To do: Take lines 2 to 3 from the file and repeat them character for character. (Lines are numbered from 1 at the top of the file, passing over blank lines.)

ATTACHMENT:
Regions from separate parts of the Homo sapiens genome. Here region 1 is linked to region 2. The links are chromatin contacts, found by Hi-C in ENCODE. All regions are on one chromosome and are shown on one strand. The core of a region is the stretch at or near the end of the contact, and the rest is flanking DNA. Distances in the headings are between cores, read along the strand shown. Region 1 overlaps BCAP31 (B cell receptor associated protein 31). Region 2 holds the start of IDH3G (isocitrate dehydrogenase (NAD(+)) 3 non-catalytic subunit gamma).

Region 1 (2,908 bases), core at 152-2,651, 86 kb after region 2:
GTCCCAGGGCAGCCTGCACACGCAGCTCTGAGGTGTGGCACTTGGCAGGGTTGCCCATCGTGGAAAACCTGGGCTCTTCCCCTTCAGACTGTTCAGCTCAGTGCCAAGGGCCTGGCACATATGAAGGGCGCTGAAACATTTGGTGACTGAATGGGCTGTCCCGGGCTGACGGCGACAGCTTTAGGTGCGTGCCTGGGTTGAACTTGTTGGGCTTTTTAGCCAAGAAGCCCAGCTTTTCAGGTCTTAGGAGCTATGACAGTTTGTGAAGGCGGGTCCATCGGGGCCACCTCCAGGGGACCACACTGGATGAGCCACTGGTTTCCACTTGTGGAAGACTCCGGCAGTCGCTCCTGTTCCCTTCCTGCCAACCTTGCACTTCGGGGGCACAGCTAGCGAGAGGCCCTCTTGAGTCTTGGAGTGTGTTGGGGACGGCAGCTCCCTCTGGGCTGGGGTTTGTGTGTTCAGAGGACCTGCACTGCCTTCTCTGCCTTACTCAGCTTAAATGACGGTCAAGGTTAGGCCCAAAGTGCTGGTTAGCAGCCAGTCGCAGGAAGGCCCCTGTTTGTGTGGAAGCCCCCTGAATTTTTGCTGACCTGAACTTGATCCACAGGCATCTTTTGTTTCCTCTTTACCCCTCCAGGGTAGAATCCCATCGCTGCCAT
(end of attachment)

Region 1 (2,908 bases), core at 152-2,651, 86 kb after region 2:
GTCCCAGGGCAGCCTGCACACGCAGCTCTGAGGTGTGGCACTTGGCAGGGTTGCCCATCGTGGAAAACCTGGGCTCTTCCCCTTCAGACTGTTCAGCTCAGTGCCAAGGGCCTGGCACATATGAAGGGCGCTGAAACATTTGGTGACTGAATGGGCTGTCCCGGGCTGACGGCGACAGCTTTAGGTGCGTGCCTGGGTTGAACTTGTTGGGCTTTTTAGCCAAGAAGCCCAGCTTTTCAGGTCTTAGGAGCTATGACAGTTTGTGAAGGCGGGTCCATCGGGGCCACCTCCAGGGGACCACACTGGATGAGCCACTGGTTTCCACTTGTGGAAGACTCCGGCAGTCGCTCCTGTTCCCTTCCTGCCAACCTTGCACTTCGGGGGCACAGCTAGCGAGAGGCCCTCTTGAGTCTTGGAGTGTGTTGGGGACGGCAGCTCCCTCTGGGCTGGGGTTTGTGTGTTCAGAGGACCTGCACTGCCTTCTCTGCCTTACTCAGCTTAAATGACGGTCAAGGTTAGGCCCAAAGTGCTGGTTAGCAGCCAGTCGCAGGAAGGCCCCTGTTTGTGTGGAAGCCCCCTGAATTTTTGCTGACCTGAACTTGATCCACAGGCATCTTTTGTTTCCTCTTTACCCCTCCAGGGTAGAATCCCATCGCTGCCAT